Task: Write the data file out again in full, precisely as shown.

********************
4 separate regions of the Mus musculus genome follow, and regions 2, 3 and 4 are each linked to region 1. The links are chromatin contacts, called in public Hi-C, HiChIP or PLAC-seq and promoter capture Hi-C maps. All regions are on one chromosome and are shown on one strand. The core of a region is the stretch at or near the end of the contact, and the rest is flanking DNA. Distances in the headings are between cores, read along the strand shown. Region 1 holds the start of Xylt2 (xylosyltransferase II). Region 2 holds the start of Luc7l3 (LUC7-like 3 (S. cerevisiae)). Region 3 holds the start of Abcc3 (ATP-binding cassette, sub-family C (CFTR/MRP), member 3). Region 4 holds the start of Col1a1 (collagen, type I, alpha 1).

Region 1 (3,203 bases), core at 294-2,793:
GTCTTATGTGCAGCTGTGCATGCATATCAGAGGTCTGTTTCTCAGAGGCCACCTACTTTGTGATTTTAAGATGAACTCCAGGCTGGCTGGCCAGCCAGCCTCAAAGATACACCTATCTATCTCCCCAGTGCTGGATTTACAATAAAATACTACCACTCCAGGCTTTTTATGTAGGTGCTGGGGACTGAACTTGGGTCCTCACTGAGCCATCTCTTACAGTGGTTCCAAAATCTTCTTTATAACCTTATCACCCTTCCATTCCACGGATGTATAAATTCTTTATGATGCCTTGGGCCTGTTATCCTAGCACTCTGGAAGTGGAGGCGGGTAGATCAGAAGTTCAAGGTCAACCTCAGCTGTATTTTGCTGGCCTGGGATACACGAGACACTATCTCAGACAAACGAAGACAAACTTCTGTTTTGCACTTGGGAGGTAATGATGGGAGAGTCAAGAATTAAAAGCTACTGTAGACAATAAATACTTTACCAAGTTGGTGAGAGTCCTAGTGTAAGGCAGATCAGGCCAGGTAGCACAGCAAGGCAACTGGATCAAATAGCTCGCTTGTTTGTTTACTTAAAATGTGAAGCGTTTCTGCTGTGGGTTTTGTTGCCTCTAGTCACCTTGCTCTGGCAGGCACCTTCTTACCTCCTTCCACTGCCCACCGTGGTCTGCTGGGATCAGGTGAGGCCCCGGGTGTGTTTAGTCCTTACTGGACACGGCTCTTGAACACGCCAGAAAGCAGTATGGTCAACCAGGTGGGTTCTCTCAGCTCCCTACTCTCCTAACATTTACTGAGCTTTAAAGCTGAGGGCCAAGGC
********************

4 separate regions of the Mus musculus genome follow, and regions 2, 3 and 4 are each linked to region 1. The links are chromatin contacts, called in public Hi-C, HiChIP or PLAC-seq and promoter capture Hi-C maps. All regions are on one chromosome and are shown on one strand. The core of a region is the stretch at or near the end of the contact, and the rest is flanking DNA. Distances in the headings are between cores, read along the strand shown. Region 1 holds the start of Xylt2 (xylosyltransferase II). Region 2 holds the start of Luc7l3 (LUC7-like 3 (S. cerevisiae)). Region 3 holds the start of Abcc3 (ATP-binding cassette, sub-family C (CFTR/MRP), member 3). Region 4 holds the start of Col1a1 (collagen, type I, alpha 1).

Region 1 (3,203 bases), core at 294-2,793:
GTCTTATGTGCAGCTGTGCATGCATATCAGAGGTCTGTTTCTCAGAGGCCACCTACTTTGTGATTTTAAGATGAACTCCAGGCTGGCTGGCCAGCCAGCCTCAAAGATACACCTATCTATCTCCCCAGTGCTGGATTTACAATAAAATACTACCACTCCAGGCTTTTTATGTAGGTGCTGGGGACTGAACTTGGGTCCTCACTGAGCCATCTCTTACAGTGGTTCCAAAATCTTCTTTATAACCTTATCACCCTTCCATTCCACGGATGTATAAATTCTTTATGATGCCTTGGGCCTGTTATCCTAGCACTCTGGAAGTGGAGGCGGGTAGATCAGAAGTTCAAGGTCAACCTCAGCTGTATTTTGCTGGCCTGGGATACACGAGACACTATCTCAGACAAACGAAGACAAACTTCTGTTTTGCACTTGGGAGGTAATGATGGGAGAGTCAAGAATTAAAAGCTACTGTAGACAATAAATACTTTACCAAGTTGGTGAGAGTCCTAGTGTAAGGCAGATCAGGCCAGGTAGCACAGCAAGGCAACTGGATCAAATAGCTCGCTTGTTTGTTTACTTAAAATGTGAAGCGTTTCTGCTGTGGGTTTTGTTGCCTCTAGTCACCTTGCTCTGGCAGGCACCTTCTTACCTCCTTCCACTGCCCACCGTGGTCTGCTGGGATCAGGTGAGGCCCCGGGTGTGTTTAGTCCTTACTGGACACGGCTCTTGAACACGCCAGAAAGCAGTATGGTCAACCAGGTGGGTTCTCTCAGCTCCCTACTCTCCTAACATTTACTGAGCTTTAAAGCTGAGGGCCAAGGC